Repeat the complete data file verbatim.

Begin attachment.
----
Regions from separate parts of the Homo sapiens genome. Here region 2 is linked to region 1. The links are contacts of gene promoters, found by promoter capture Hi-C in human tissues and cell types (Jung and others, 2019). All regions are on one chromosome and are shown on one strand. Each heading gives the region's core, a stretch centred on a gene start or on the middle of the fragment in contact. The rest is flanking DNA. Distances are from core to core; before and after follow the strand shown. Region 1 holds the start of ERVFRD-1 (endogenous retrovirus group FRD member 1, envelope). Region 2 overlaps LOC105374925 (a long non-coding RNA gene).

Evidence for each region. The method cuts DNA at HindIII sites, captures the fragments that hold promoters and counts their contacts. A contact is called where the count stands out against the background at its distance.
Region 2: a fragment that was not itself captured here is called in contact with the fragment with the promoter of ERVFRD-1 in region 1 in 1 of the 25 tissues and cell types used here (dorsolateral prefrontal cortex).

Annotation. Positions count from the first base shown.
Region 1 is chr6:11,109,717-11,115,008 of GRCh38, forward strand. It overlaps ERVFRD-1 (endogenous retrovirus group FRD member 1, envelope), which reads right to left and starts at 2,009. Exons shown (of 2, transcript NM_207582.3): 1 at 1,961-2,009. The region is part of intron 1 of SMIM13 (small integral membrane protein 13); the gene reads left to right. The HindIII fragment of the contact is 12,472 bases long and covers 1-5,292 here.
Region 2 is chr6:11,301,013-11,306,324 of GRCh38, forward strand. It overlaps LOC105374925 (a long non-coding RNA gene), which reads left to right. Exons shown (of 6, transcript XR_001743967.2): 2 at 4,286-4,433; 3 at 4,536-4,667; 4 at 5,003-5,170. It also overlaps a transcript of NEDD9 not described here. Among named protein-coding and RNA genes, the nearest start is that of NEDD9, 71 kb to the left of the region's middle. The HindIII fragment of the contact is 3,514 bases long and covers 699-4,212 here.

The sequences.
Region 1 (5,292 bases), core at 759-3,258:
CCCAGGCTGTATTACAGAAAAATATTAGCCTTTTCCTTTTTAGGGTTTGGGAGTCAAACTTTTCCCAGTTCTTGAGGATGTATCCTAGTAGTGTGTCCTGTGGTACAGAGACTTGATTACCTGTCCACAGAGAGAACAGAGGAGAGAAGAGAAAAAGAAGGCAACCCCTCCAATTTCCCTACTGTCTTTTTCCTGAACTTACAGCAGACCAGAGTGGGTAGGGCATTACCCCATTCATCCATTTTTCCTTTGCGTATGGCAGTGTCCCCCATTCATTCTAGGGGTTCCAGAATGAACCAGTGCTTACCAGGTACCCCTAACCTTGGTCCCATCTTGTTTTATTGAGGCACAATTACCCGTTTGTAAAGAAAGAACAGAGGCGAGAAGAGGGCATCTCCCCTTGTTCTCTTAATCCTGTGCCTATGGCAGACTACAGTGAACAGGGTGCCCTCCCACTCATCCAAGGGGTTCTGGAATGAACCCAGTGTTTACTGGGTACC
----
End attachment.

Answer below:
Regions from separate parts of the Homo sapiens genome. Here region 2 is linked to region 1. The links are contacts of gene promoters, found by promoter capture Hi-C in human tissues and cell types (Jung and others, 2019). All regions are on one chromosome and are shown on one strand. Each heading gives the region's core, a stretch centred on a gene start or on the middle of the fragment in contact. The rest is flanking DNA. Distances are from core to core; before and after follow the strand shown. Region 1 holds the start of ERVFRD-1 (endogenous retrovirus group FRD member 1, envelope). Region 2 overlaps LOC105374925 (a long non-coding RNA gene).

Evidence for each region. The method cuts DNA at HindIII sites, captures the fragments that hold promoters and counts their contacts. A contact is called where the count stands out against the background at its distance.
Region 2: a fragment that was not itself captured here is called in contact with the fragment with the promoter of ERVFRD-1 in region 1 in 1 of the 25 tissues and cell types used here (dorsolateral prefrontal cortex).

Annotation. Positions count from the first base shown.
Region 1 is chr6:11,109,717-11,115,008 of GRCh38, forward strand. It overlaps ERVFRD-1 (endogenous retrovirus group FRD member 1, envelope), which reads right to left and starts at 2,009. Exons shown (of 2, transcript NM_207582.3): 1 at 1,961-2,009. The region is part of intron 1 of SMIM13 (small integral membrane protein 13); the gene reads left to right. The HindIII fragment of the contact is 12,472 bases long and covers 1-5,292 here.
Region 2 is chr6:11,301,013-11,306,324 of GRCh38, forward strand. It overlaps LOC105374925 (a long non-coding RNA gene), which reads left to right. Exons shown (of 6, transcript XR_001743967.2): 2 at 4,286-4,433; 3 at 4,536-4,667; 4 at 5,003-5,170. It also overlaps a transcript of NEDD9 not described here. Among named protein-coding and RNA genes, the nearest start is that of NEDD9, 71 kb to the left of the region's middle. The HindIII fragment of the contact is 3,514 bases long and covers 699-4,212 here.

The sequences.
Region 1 (5,292 bases), core at 759-3,258:
CCCAGGCTGTATTACAGAAAAATATTAGCCTTTTCCTTTTTAGGGTTTGGGAGTCAAACTTTTCCCAGTTCTTGAGGATGTATCCTAGTAGTGTGTCCTGTGGTACAGAGACTTGATTACCTGTCCACAGAGAGAACAGAGGAGAGAAGAGAAAAAGAAGGCAACCCCTCCAATTTCCCTACTGTCTTTTTCCTGAACTTACAGCAGACCAGAGTGGGTAGGGCATTACCCCATTCATCCATTTTTCCTTTGCGTATGGCAGTGTCCCCCATTCATTCTAGGGGTTCCAGAATGAACCAGTGCTTACCAGGTACCCCTAACCTTGGTCCCATCTTGTTTTATTGAGGCACAATTACCCGTTTGTAAAGAAAGAACAGAGGCGAGAAGAGGGCATCTCCCCTTGTTCTCTTAATCCTGTGCCTATGGCAGACTACAGTGAACAGGGTGCCCTCCCACTCATCCAAGGGGTTCTGGAATGAACCCAGTGTTTACTGGGTACC